Nonetheless, Takeuchi believes the starting point for all projects will remain the same, and that alliances will be essential. “The biggest challenge we face in the next 10 years is co-existing with the environment – or simply, decarbonization. It is an issue that we as a society must address, not only with technologies incorporated in automobiles, such as electrification tech, but also with cleaner technologies to generate electricity and the development of infrastructure,” she stresses.
“Recently emerging technologies in electrification and autonomous driving have drawn a lot of interest – we see them as solutions to issues linked to the environment and people, and believe that ‘people’ should be the main protagonists of the story.”
Mazda first introduced its virtual test suite in 1996. Its role was broadened in 2000 to reduce product time-to-market, halve the size of Mazda’s prototype fleets and facilitate easier collaboration across continents with colleagues at Ford at the time.
An integral testing tool today, Takeuchi says the company’s engineers are still finding new ways to leverage simulation. “For the MX-30, applying model-based development to more areas was essential. This included safety development, especially to develop protection for the battery, and heat control [mechanisms]for the battery. As a result, we have been able to develop an EV with a freestyle door design and packaging without a central pillar,” Takeuchi explains.
In addition, simulation has an indirect role in reducing the company’s environmental footprint, as Takeuchi comments: “Our mission is to develop safe products that please customers, using processes that are more efficient and eco-friendlier. As [simulation]technology advances, the number of prototype vehicles that we need to build will dwindle.”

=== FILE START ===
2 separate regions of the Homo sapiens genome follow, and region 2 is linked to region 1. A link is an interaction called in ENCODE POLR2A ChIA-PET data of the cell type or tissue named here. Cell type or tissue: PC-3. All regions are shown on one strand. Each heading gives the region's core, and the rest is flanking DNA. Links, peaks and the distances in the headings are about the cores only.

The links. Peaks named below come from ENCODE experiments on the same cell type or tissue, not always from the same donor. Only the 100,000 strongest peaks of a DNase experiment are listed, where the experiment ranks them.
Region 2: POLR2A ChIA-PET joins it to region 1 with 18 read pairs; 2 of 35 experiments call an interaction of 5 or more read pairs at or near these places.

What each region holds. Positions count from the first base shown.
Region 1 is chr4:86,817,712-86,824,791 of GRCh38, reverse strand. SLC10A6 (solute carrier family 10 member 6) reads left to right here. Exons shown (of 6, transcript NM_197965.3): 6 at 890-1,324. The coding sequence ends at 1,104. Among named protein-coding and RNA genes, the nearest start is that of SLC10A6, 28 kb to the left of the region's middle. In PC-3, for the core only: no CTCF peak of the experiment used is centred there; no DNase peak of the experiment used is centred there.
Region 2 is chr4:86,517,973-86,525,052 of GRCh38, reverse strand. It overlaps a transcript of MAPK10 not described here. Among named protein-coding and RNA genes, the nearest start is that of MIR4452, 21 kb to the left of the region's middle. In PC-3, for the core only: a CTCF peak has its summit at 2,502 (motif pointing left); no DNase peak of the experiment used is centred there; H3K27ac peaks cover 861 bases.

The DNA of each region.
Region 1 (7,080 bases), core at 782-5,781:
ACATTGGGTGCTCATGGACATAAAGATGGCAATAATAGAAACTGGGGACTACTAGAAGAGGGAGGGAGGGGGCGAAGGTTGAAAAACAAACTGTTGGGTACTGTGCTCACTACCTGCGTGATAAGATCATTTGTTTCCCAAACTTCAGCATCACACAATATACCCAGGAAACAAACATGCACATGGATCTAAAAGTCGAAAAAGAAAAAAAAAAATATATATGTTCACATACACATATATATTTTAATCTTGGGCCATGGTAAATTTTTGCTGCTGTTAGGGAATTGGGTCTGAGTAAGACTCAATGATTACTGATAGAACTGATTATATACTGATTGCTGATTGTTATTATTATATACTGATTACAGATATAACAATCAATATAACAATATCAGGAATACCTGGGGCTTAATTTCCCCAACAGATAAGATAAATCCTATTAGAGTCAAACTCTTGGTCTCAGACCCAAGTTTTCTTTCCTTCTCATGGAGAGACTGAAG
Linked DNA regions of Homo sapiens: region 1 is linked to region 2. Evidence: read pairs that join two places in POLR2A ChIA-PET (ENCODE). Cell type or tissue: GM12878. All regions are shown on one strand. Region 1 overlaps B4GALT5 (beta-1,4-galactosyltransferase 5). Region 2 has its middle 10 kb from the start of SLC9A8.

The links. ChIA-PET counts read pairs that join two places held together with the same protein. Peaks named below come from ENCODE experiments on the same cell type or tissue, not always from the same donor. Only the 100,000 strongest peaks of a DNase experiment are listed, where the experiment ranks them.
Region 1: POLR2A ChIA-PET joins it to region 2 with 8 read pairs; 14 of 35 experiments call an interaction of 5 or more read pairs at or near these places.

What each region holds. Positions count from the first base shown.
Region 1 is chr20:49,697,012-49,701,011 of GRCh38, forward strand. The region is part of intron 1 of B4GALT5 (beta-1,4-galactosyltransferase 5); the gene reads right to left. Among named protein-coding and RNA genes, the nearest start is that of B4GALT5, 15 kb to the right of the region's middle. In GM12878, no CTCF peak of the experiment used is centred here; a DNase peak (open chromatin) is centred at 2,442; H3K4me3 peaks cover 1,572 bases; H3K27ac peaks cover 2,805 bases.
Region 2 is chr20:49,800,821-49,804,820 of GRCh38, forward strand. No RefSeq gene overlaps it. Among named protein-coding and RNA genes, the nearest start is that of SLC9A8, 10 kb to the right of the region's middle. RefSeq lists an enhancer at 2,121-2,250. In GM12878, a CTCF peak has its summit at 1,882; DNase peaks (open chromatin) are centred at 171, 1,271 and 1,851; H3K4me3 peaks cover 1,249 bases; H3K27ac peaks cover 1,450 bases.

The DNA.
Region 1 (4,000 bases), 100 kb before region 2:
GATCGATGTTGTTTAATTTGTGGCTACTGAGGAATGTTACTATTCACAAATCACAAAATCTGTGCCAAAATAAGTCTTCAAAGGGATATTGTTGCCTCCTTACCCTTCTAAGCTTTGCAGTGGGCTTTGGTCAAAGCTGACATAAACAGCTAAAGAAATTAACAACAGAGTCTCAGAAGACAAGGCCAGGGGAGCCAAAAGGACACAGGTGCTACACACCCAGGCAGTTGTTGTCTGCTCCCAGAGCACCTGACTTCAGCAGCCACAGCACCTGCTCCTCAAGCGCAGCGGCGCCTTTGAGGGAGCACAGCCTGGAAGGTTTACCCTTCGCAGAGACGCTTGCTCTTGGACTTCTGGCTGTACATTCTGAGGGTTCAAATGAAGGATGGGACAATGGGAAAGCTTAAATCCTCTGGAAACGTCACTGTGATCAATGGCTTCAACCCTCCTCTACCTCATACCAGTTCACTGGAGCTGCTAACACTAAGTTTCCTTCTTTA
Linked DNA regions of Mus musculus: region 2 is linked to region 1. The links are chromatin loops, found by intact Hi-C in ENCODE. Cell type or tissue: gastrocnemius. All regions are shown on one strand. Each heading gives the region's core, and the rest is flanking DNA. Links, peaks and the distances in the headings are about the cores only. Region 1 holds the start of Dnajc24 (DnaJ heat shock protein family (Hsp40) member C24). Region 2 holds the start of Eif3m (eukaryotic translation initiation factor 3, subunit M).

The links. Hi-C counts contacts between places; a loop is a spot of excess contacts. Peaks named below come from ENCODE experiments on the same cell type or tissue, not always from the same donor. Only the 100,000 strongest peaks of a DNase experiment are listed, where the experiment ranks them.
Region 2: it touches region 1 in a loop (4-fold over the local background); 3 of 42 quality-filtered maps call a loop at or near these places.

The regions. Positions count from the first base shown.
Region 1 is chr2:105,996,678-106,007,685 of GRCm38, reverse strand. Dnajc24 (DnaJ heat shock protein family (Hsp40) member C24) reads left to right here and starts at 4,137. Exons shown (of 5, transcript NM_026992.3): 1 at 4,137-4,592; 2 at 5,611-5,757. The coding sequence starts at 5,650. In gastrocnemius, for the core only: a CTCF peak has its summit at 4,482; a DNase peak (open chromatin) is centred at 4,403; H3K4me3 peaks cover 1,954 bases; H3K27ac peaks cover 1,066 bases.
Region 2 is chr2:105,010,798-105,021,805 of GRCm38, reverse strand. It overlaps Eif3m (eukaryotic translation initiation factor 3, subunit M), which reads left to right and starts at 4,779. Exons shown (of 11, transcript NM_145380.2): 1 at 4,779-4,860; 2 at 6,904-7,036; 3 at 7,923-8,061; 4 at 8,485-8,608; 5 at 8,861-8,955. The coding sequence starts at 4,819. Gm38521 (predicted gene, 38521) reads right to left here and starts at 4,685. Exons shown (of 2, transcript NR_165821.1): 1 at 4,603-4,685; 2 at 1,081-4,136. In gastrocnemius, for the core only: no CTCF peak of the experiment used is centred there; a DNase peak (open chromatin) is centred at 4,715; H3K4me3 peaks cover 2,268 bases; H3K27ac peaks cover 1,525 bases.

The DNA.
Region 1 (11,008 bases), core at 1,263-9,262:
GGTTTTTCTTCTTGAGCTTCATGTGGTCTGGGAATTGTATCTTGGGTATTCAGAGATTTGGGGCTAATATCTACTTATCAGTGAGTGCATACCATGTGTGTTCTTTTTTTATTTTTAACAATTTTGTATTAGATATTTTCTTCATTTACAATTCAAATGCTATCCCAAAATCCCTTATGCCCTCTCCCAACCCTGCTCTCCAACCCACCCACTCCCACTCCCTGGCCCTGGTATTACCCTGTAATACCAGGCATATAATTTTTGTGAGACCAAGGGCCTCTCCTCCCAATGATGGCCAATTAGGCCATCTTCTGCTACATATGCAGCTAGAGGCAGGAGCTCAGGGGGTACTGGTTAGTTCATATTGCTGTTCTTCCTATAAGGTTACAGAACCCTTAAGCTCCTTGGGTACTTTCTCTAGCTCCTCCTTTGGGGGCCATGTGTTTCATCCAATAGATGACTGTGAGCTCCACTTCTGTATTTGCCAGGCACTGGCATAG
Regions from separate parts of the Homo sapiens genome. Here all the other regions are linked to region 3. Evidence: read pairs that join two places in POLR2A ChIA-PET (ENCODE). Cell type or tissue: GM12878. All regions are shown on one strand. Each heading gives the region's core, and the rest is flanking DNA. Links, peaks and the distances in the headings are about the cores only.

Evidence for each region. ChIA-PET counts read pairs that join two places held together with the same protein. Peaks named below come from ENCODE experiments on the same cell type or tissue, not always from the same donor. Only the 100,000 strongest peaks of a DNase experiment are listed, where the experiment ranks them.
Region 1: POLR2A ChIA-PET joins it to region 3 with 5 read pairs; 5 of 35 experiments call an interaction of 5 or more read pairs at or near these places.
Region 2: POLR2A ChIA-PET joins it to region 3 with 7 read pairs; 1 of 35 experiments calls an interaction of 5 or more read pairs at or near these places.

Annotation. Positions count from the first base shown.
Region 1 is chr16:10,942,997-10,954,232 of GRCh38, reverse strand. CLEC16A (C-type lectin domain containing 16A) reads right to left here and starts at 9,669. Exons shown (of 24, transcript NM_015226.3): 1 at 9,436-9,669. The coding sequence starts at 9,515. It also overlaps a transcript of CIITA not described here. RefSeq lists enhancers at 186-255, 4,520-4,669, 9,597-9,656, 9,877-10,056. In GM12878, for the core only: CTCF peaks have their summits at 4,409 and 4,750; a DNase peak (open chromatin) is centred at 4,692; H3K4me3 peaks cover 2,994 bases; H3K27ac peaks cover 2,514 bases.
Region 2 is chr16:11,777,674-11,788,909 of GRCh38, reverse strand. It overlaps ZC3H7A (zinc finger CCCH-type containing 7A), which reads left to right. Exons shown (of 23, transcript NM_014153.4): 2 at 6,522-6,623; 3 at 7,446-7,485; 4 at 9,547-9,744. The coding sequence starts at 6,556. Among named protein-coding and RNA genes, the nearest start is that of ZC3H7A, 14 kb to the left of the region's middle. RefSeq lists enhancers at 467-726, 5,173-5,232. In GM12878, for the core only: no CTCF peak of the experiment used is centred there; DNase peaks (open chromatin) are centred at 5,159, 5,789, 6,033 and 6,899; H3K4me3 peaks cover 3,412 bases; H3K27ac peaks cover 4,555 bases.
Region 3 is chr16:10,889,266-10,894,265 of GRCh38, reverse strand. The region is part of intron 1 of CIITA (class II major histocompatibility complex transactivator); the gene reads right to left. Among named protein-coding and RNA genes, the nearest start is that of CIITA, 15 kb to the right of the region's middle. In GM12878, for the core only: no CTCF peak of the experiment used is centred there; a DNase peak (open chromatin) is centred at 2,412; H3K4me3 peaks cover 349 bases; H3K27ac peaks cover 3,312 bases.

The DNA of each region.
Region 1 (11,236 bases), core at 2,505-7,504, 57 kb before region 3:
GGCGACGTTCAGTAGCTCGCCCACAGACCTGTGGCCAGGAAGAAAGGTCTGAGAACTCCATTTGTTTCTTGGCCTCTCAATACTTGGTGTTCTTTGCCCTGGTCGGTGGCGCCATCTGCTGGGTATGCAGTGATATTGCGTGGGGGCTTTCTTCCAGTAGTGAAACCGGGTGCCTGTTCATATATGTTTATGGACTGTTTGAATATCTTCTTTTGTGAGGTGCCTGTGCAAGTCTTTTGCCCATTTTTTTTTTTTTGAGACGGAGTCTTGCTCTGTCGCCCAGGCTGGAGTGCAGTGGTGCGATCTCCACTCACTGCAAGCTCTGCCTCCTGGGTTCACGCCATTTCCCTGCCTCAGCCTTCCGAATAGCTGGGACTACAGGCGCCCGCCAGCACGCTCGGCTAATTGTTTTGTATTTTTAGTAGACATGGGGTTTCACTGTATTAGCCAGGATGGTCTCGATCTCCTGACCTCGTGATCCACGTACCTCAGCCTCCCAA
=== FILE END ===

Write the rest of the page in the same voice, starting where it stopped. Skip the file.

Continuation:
In addition to the impressive catalog of achievements on Tomiko Takeuchi’s résumé, she has become a role model for women within the marque and across the industry. At Mazda, the female pipeline is said to be strong, and Takeuchi says the company is both supportive and welcoming as an employer.
She believes, however, that there’s plenty of room for more women to enter the industry to tip the balance, and she encourages others to follow in her career footsteps.
“There are still very few women in the industry, and I think this works in my favor as people remember my face, which helps me in my work,” Takeuchi says.
“I hope for women to be tenacious and passionate in selecting the work they want to do, and that once they’ve decided, they never give up. One needs tenacity to carry one’s work through to the end. And what drives one to do so is passion – how deeply you are in love with what you do. I hope all young female professionals feel this way toward their work.”